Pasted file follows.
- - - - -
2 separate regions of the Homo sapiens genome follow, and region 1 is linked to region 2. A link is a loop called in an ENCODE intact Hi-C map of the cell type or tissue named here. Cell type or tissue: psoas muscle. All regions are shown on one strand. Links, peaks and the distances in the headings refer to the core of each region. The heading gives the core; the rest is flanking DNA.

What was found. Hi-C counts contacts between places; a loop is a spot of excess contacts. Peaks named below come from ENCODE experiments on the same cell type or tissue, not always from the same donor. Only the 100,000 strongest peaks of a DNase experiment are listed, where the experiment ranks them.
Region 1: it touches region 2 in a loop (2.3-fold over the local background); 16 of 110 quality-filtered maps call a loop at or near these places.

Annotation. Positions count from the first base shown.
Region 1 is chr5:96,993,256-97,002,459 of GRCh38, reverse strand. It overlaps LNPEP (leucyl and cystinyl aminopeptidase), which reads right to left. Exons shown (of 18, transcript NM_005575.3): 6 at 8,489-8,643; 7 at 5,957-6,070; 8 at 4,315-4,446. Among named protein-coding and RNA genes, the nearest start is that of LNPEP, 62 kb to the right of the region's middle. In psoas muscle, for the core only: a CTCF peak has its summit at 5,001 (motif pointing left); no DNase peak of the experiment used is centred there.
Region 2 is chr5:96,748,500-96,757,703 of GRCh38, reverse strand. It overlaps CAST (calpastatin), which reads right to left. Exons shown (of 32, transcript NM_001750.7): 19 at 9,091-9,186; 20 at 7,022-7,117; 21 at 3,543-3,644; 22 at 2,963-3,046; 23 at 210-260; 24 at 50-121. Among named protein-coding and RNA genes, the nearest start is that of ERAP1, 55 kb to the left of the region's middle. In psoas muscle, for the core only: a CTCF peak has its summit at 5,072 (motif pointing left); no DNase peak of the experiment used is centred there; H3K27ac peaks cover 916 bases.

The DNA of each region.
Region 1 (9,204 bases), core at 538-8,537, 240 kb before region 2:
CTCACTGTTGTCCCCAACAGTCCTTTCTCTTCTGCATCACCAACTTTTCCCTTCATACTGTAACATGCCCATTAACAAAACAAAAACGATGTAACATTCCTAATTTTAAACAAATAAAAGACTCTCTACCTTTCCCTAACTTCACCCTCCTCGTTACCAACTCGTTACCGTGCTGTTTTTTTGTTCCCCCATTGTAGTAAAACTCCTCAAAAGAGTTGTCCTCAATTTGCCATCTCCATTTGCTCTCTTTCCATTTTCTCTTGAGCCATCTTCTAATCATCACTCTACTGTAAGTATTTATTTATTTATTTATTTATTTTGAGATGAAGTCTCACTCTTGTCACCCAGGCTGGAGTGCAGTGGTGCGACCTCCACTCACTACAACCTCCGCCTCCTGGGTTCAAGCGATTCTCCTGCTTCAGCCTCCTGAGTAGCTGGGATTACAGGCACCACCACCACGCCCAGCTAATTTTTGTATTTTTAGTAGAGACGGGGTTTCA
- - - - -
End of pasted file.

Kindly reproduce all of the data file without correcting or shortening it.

2 separate regions of the Homo sapiens genome follow, and region 1 is linked to region 2. A link is a loop called in an ENCODE intact Hi-C map of the cell type or tissue named here. Cell type or tissue: psoas muscle. All regions are shown on one strand. Links, peaks and the distances in the headings refer to the core of each region. The heading gives the core; the rest is flanking DNA.

What was found. Hi-C counts contacts between places; a loop is a spot of excess contacts. Peaks named below come from ENCODE experiments on the same cell type or tissue, not always from the same donor. Only the 100,000 strongest peaks of a DNase experiment are listed, where the experiment ranks them.
Region 1: it touches region 2 in a loop (2.3-fold over the local background); 16 of 110 quality-filtered maps call a loop at or near these places.

Annotation. Positions count from the first base shown.
Region 1 is chr5:96,993,256-97,002,459 of GRCh38, reverse strand. It overlaps LNPEP (leucyl and cystinyl aminopeptidase), which reads right to left. Exons shown (of 18, transcript NM_005575.3): 6 at 8,489-8,643; 7 at 5,957-6,070; 8 at 4,315-4,446. Among named protein-coding and RNA genes, the nearest start is that of LNPEP, 62 kb to the right of the region's middle. In psoas muscle, for the core only: a CTCF peak has its summit at 5,001 (motif pointing left); no DNase peak of the experiment used is centred there.
Region 2 is chr5:96,748,500-96,757,703 of GRCh38, reverse strand. It overlaps CAST (calpastatin), which reads right to left. Exons shown (of 32, transcript NM_001750.7): 19 at 9,091-9,186; 20 at 7,022-7,117; 21 at 3,543-3,644; 22 at 2,963-3,046; 23 at 210-260; 24 at 50-121. Among named protein-coding and RNA genes, the nearest start is that of ERAP1, 55 kb to the left of the region's middle. In psoas muscle, for the core only: a CTCF peak has its summit at 5,072 (motif pointing left); no DNase peak of the experiment used is centred there; H3K27ac peaks cover 916 bases.

The DNA of each region.
Region 1 (9,204 bases), core at 538-8,537, 240 kb before region 2:
CTCACTGTTGTCCCCAACAGTCCTTTCTCTTCTGCATCACCAACTTTTCCCTTCATACTGTAACATGCCCATTAACAAAACAAAAACGATGTAACATTCCTAATTTTAAACAAATAAAAGACTCTCTACCTTTCCCTAACTTCACCCTCCTCGTTACCAACTCGTTACCGTGCTGTTTTTTTGTTCCCCCATTGTAGTAAAACTCCTCAAAAGAGTTGTCCTCAATTTGCCATCTCCATTTGCTCTCTTTCCATTTTCTCTTGAGCCATCTTCTAATCATCACTCTACTGTAAGTATTTATTTATTTATTTATTTATTTTGAGATGAAGTCTCACTCTTGTCACCCAGGCTGGAGTGCAGTGGTGCGACCTCCACTCACTACAACCTCCGCCTCCTGGGTTCAAGCGATTCTCCTGCTTCAGCCTCCTGAGTAGCTGGGATTACAGGCACCACCACCACGCCCAGCTAATTTTTGTATTTTTAGTAGAGACGGGGTTTCA